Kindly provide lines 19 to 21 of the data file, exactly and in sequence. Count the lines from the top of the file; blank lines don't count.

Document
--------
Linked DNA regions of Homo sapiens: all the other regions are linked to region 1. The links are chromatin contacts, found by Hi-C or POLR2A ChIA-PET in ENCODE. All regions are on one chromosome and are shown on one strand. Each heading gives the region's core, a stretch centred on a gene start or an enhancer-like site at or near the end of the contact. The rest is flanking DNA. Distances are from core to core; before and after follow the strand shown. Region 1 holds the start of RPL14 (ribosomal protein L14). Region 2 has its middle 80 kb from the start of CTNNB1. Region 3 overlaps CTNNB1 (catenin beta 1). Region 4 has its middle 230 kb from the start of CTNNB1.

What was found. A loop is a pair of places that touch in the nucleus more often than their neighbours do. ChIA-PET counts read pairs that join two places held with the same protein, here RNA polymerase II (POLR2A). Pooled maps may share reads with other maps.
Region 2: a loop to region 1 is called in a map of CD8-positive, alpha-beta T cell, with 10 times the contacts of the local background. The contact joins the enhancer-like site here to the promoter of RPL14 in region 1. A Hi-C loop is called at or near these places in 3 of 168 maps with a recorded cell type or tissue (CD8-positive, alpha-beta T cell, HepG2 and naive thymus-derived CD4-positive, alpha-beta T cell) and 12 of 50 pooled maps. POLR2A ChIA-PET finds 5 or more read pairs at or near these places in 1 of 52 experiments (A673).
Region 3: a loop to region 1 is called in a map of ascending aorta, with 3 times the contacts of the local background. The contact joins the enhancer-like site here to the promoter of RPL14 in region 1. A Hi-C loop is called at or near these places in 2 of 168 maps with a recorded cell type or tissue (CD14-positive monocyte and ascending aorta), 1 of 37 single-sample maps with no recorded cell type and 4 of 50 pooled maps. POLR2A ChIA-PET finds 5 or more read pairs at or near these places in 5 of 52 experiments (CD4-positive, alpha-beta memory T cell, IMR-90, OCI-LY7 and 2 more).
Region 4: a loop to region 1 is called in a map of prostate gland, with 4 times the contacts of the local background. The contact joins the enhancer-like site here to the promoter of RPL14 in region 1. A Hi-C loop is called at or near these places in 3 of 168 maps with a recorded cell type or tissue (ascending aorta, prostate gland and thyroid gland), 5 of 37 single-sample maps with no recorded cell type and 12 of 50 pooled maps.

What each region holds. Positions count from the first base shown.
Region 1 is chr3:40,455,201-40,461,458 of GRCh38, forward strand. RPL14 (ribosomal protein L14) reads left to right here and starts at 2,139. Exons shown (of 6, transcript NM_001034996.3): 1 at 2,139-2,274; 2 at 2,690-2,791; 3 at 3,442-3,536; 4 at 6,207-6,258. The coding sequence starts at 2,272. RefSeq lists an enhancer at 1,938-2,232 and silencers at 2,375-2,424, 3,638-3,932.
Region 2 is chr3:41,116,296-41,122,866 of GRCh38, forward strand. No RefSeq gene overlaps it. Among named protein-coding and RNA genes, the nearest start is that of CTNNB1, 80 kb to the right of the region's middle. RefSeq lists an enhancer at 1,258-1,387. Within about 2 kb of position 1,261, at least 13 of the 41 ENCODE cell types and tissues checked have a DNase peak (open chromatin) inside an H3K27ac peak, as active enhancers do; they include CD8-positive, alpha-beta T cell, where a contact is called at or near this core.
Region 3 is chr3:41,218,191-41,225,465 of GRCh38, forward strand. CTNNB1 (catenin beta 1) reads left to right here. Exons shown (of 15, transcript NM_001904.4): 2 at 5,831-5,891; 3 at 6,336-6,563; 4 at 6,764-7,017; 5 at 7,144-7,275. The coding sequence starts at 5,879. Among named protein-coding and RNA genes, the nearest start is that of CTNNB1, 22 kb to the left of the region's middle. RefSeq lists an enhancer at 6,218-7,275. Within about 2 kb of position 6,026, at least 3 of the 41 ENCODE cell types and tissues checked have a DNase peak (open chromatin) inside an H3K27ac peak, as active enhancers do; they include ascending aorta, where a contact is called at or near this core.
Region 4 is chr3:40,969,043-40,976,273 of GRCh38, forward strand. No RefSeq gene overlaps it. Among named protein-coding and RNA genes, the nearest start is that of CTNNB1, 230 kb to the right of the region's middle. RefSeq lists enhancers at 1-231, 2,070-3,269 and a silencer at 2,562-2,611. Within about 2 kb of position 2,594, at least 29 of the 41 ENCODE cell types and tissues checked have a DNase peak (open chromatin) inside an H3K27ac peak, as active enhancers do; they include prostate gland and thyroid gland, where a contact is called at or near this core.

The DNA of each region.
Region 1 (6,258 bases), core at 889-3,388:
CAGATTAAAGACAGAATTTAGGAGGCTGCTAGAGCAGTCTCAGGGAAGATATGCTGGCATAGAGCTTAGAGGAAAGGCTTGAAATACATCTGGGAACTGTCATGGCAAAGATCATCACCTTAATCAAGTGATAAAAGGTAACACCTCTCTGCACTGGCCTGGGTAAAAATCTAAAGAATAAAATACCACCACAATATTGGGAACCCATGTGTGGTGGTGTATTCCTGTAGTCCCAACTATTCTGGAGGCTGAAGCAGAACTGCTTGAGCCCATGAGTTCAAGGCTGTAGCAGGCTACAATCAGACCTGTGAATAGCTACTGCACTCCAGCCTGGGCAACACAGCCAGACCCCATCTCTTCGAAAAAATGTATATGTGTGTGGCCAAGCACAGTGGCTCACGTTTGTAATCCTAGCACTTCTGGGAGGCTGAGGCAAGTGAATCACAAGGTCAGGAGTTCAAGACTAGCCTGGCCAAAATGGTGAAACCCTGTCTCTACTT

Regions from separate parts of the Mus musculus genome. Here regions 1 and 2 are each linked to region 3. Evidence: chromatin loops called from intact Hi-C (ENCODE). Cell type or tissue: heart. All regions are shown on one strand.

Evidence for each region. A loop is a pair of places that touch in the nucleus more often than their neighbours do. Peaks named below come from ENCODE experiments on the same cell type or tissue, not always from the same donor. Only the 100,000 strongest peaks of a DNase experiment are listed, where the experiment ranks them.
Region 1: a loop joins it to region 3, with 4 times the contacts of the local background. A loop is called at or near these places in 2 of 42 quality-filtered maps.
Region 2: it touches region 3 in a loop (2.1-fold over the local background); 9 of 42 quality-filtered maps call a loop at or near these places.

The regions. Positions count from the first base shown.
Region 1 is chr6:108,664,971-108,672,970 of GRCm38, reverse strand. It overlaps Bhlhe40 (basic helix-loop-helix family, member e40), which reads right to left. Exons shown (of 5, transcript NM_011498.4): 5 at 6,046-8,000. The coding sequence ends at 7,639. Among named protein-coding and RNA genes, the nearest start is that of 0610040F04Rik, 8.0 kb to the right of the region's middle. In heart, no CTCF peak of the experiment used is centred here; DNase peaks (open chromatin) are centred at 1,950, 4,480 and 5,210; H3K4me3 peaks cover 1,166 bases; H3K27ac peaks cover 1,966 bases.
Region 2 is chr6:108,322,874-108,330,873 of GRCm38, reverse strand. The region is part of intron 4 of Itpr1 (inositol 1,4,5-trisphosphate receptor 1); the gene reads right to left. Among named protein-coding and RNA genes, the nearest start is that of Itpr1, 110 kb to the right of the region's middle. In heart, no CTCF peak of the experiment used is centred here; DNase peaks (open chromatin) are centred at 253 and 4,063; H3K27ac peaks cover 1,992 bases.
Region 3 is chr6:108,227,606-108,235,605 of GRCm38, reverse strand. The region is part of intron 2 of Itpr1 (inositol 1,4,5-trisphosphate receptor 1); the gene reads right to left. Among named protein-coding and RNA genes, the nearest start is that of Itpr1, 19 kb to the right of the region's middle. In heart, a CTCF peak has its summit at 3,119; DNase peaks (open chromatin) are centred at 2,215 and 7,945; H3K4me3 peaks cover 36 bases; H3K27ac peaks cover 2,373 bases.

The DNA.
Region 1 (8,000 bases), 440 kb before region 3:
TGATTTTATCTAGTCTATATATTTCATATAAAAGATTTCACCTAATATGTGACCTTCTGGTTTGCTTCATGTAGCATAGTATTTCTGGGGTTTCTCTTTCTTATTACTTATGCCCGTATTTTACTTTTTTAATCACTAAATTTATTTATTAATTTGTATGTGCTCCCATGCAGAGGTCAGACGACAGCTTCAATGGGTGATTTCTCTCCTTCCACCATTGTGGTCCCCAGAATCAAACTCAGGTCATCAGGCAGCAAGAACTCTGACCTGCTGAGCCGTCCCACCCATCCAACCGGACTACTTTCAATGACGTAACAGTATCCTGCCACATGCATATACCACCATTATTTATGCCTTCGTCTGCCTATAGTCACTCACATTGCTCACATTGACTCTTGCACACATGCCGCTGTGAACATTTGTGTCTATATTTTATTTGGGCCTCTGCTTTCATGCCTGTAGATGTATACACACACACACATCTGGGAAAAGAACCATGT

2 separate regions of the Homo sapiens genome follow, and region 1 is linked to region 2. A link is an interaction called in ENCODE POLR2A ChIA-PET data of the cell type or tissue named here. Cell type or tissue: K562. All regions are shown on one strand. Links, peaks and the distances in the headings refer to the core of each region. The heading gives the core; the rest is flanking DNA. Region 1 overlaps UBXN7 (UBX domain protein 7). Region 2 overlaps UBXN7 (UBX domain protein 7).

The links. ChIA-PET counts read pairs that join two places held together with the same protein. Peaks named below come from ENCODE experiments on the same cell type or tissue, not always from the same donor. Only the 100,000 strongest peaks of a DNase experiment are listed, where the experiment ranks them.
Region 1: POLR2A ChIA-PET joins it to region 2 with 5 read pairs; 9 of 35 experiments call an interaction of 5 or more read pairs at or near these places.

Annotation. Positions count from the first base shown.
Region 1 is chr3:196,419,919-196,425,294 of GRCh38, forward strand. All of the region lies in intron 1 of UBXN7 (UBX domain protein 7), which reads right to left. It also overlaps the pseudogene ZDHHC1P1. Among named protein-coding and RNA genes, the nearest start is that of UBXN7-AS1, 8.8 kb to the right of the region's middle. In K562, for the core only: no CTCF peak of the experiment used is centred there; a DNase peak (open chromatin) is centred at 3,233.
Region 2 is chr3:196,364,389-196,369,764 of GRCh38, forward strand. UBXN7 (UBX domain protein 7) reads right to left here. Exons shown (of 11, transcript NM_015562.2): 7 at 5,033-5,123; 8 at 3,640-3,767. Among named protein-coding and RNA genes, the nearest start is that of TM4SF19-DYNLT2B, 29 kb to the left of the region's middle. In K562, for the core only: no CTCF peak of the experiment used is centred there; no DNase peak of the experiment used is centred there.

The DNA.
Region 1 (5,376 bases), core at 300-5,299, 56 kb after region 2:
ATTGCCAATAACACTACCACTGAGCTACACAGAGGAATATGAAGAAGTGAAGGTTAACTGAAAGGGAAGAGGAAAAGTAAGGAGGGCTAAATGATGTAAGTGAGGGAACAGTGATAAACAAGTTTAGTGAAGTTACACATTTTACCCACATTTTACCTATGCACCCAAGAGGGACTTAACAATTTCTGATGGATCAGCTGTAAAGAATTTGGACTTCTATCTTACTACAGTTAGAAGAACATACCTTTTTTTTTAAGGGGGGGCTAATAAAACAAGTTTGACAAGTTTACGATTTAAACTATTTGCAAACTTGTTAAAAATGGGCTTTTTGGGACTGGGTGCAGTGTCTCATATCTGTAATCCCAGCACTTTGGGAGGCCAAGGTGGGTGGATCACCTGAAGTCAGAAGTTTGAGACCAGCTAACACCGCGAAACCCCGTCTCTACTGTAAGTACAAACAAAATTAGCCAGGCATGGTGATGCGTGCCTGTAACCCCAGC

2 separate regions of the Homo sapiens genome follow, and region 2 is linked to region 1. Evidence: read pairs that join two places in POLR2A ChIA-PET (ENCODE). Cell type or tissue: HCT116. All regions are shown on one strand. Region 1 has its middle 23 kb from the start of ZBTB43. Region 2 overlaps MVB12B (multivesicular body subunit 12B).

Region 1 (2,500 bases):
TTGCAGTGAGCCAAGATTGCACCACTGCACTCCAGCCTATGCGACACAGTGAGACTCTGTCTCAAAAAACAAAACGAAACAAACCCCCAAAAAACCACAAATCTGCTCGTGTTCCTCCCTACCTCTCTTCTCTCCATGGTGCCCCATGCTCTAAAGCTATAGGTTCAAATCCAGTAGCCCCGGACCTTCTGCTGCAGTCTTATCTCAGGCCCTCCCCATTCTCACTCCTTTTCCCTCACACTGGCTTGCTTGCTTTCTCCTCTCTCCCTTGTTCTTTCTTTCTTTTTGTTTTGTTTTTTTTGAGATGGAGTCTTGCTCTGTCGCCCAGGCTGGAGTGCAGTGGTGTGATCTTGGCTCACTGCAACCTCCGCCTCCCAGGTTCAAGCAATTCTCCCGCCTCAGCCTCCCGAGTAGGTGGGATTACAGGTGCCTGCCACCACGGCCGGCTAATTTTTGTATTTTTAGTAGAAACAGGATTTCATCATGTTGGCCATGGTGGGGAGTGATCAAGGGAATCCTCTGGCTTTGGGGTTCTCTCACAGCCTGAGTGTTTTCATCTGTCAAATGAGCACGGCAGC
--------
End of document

Region 1 is chr6:108,664,971-108,672,970 of GRCm38, reverse strand. It overlaps Bhlhe40 (basic helix-loop-helix family, member e40), which reads right to left. Exons shown (of 5, transcript NM_011498.4): 5 at 6,046-8,000. The coding sequence ends at 7,639. Among named protein-coding and RNA genes, the nearest start is that of 0610040F04Rik, 8.0 kb to the right of the region's middle. In heart, no CTCF peak of the experiment used is centred here; DNase peaks (open chromatin) are centred at 1,950, 4,480 and 5,210; H3K4me3 peaks cover 1,166 bases; H3K27ac peaks cover 1,966 bases.
Region 2 is chr6:108,322,874-108,330,873 of GRCm38, reverse strand. The region is part of intron 4 of Itpr1 (inositol 1,4,5-trisphosphate receptor 1); the gene reads right to left. Among named protein-coding and RNA genes, the nearest start is that of Itpr1, 110 kb to the right of the region's middle. In heart, no CTCF peak of the experiment used is centred here; DNase peaks (open chromatin) are centred at 253 and 4,063; H3K27ac peaks cover 1,992 bases.
Region 3 is chr6:108,227,606-108,235,605 of GRCm38, reverse strand. The region is part of intron 2 of Itpr1 (inositol 1,4,5-trisphosphate receptor 1); the gene reads right to left. Among named protein-coding and RNA genes, the nearest start is that of Itpr1, 19 kb to the right of the region's middle. In heart, a CTCF peak has its summit at 3,119; DNase peaks (open chromatin) are centred at 2,215 and 7,945; H3K4me3 peaks cover 36 bases; H3K27ac peaks cover 2,373 bases.